When I was little, I only got to watch HBO in Taiwan. In the US, HBO is a premium cable channel… something immigrant parents don’t tend to pay for. However, in Taiwan, HBO is included as part of regular cable TV packages (which are quite inexpensive compared to the US). Because of this, every trip back to Taiwan represented a chance for me to see the latest in premium American programming.
Thus, it’s rather poetic that HBO gave me the opportunity to preview The Teenage Psychic (通靈少女), their first-ever show filmed entirely in Taiwan. Set to release on HBO’s American streaming services on December 1, 2017, the show is not just shot in Taiwan — it reeks of Taiwanese-ness.
Teenage Psychic rests on a premise that most American viewers may find unfamiliar. Its protagonist is Xie Yazhen (played by Kuo Shuyao), a 16 year-old who moonlights as a spirit medium in a Taipei temple. In other words, Yazhen is your average Taiwanese high school student… who just happens to be able to talk with ghosts. Inspired by director Chen Hoyu’s 2013 short film “The Busy Young Psychic”, the show seizes upon this premise to offer a pleasing balance between the traditional and modern aspects of Taiwanese life.
I have to admit: despite the fact that my parents took me to all too many Taiwanese temples when I was a kid, I have a very limited understanding of Taoist spirit communication. I also have a pretty cynical attitude towards temple rituals in general, perhaps because the deities of Taoist lore didn’t bless me with admission to my college of choice. Half-jokes aside, this initially made me a bit wary about Teenage Psychic.
Fortunately, you don’t need to know that much about spirit mediums to enjoy the show. Yazhen’s special abilities are simply a plot device. Sure, she might technically be a “psychic”, but in practice she’s a counselor. Her techniques may draw from tradition, but she deploys them to assuage very modern, universally human fears. In the first episode of Teenage Psychic, Yazhen consoles a famous pop singer. In the second, she helps a boy from a broken household. You could say Teenage Psychic is a bit like the Netflix’s popular Japanese show Midnight Diner, in which a chef plays counselor for his diners.
However, Yazhen’s experiences as a spirit medium are only half of the story. She is, after all, still a high school student. Here, Teenage Psychic deploys a handful of tropes from the Taiwanese coming-of-age teen drama playbook. Frumpy wallflower female protagonist? Check. Annoying but caring best friend? Check. Handsome male heartthrob? Check. Reluctantly acknowledged love triangle? Check. Frankly, these tropes persist because they work — not only in Taiwan, but also in most of Asia (if not beyond). I bet that HBO did some analysis of that, so its no surprise that Teenage Psychic did exceedingly well when released on HBO’s Asian networks (Taiwan, Singapore, Philippines, etc.) earlier this year.
For me personally, what’s most worthwhile about Teenage Psychic is the extent to which it embodies a local Taiwanese flavor. I’ve seen quite a few foreign-backed productions that were filmed in Taiwan, but completely devoid of any Taiwanese essence (Silence, and Life of Pi come to mind). Teenage Psychic is the complete opposite. At every moment, you’re completely aware that this is a Taiwanese show. Whether it’s the prevalence of baseball, the Mazu deity statues, or the military officers enforcing discipline at Yazhen’s high school — there are many details that you wouldn’t find in places like China or Singapore.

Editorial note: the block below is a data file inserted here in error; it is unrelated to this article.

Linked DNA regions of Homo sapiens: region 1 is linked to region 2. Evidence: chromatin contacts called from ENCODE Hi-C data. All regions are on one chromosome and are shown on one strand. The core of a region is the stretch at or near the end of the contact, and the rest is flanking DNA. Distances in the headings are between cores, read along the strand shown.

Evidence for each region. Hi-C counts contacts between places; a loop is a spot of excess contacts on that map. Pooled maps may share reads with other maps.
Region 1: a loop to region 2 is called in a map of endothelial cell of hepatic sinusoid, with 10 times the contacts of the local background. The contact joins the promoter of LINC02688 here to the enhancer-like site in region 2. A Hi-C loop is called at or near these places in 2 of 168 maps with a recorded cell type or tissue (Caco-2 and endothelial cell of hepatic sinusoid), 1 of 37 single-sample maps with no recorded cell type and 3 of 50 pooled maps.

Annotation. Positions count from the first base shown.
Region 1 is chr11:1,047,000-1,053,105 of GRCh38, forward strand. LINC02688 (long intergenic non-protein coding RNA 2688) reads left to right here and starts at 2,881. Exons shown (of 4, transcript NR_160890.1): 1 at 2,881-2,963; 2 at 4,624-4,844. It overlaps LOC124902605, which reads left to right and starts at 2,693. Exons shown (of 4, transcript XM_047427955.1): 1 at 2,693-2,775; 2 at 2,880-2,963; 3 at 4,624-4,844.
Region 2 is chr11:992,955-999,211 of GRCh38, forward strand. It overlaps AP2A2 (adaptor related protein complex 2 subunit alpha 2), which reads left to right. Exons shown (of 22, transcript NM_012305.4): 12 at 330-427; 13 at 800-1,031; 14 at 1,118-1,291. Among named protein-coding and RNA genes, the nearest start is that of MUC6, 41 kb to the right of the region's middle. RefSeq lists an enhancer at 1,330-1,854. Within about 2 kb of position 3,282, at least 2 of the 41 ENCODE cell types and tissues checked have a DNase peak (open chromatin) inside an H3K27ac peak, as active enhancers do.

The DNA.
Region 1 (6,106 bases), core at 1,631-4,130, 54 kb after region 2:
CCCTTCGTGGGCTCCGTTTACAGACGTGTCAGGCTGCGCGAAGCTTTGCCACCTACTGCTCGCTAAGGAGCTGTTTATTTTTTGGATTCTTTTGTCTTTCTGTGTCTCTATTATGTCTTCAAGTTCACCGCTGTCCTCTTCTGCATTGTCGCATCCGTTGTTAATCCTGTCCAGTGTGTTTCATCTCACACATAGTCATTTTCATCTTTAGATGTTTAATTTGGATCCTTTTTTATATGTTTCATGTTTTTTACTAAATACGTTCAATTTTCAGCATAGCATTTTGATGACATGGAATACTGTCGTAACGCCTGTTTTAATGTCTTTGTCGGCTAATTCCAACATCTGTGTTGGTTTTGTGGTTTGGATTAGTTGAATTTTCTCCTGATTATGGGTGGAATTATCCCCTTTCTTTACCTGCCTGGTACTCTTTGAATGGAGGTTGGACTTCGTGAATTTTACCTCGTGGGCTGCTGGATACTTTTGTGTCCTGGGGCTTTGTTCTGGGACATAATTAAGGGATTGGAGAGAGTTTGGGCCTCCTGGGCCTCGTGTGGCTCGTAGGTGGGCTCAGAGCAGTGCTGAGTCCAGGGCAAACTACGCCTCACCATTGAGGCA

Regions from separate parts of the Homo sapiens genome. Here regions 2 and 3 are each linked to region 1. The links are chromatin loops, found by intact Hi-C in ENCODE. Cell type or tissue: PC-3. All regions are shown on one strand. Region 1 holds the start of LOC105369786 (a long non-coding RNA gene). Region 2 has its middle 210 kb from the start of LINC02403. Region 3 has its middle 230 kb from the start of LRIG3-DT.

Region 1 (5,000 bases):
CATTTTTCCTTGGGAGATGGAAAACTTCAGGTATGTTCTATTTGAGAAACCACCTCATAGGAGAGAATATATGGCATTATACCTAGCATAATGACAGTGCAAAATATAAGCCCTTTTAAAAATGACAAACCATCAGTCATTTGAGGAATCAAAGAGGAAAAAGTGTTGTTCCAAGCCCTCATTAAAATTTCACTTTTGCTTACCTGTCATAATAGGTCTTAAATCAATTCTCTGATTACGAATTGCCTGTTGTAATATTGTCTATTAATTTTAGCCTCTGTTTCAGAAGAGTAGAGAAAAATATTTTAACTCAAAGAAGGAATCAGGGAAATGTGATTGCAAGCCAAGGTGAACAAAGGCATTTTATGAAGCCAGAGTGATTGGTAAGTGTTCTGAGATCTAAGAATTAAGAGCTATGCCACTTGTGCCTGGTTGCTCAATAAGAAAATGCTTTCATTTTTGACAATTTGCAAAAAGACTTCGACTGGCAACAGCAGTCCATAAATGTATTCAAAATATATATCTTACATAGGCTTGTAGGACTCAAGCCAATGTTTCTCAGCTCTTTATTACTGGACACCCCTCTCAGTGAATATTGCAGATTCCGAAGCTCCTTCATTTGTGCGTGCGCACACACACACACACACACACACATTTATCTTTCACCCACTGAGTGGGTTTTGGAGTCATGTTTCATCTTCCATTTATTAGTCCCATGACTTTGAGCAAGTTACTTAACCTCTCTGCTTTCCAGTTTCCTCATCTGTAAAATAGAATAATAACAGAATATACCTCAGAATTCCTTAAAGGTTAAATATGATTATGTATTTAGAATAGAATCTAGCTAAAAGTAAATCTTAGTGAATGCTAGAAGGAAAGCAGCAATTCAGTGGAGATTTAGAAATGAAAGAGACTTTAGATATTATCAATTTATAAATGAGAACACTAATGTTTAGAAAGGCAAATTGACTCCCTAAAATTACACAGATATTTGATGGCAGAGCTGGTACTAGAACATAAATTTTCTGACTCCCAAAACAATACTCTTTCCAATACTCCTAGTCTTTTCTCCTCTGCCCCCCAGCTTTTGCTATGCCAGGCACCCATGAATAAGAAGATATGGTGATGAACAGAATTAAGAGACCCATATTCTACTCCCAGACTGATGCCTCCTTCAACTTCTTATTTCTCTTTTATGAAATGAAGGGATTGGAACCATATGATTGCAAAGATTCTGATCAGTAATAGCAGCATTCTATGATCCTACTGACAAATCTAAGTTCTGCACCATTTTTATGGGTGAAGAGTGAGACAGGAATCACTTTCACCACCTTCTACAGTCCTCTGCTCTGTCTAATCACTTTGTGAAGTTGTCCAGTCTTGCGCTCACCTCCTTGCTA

What’s even more remarkable is Teenage Psychic‘s choice of language. While many media outlets trumpeted how Teenage Psychic was HBO’s first Mandarin production, what’s severely undersold is how much of the show is actually in the Taiwanese (Hokkien) dialect. When Yazhen is in the temple, she and her temple-mates speak Taiwanese to each other. When she’s at school, she speaks Mandarin with her friends. This not only is an accurate reflection of Taiwan’s complex socio-linguistic identity, but also is unprecedented (as far as I know) for a foreign-backed production in Taiwan.
Granted, the show’s entire cast and crew were Taiwanese, and Taiwan’s Public Television Service collaborated with HBO in its production — so that probably made things easier. At the same time, HBO could’ve severely constrained the show in the name of greater profits. After all, there seems to be an unspoken feeling that if any Taiwanese production wants to “make it big”, it must cater to the larger and more lucrative mainland Chinese market. Oftentimes, this means diluting any trace of local flavor (e.x. Mandarin-only), with the assumption that either “it won’t travel well” or “it will get banned in China”.
I hope that Teenage Psychic can help overturn this mistaken mindset. If anything, the show demonstrates how a story can be both universally appealing yet quintessentially Taiwanese; it’s not one or the other. Moreover, Teenage Psychic also proves that Taiwanese shows need not consider mainland China their only foreign distribution market. Frankly, I’m quite impressed that HBO decided to take a chance on this show and, intentionally or not, give the creators enough breathing room to tell a compelling story. Such collaborations between local talent and global (as opposed to exclusively Chinese) capital represent a promising new model that Taiwanese artists should embrace, and other networks beyond HBO should be keen to emulate.
Starting December 1, 2017, Teenage Psychic will be available on the US streaming services HBO GO and HBO NOW, as well via as HBO On Demand.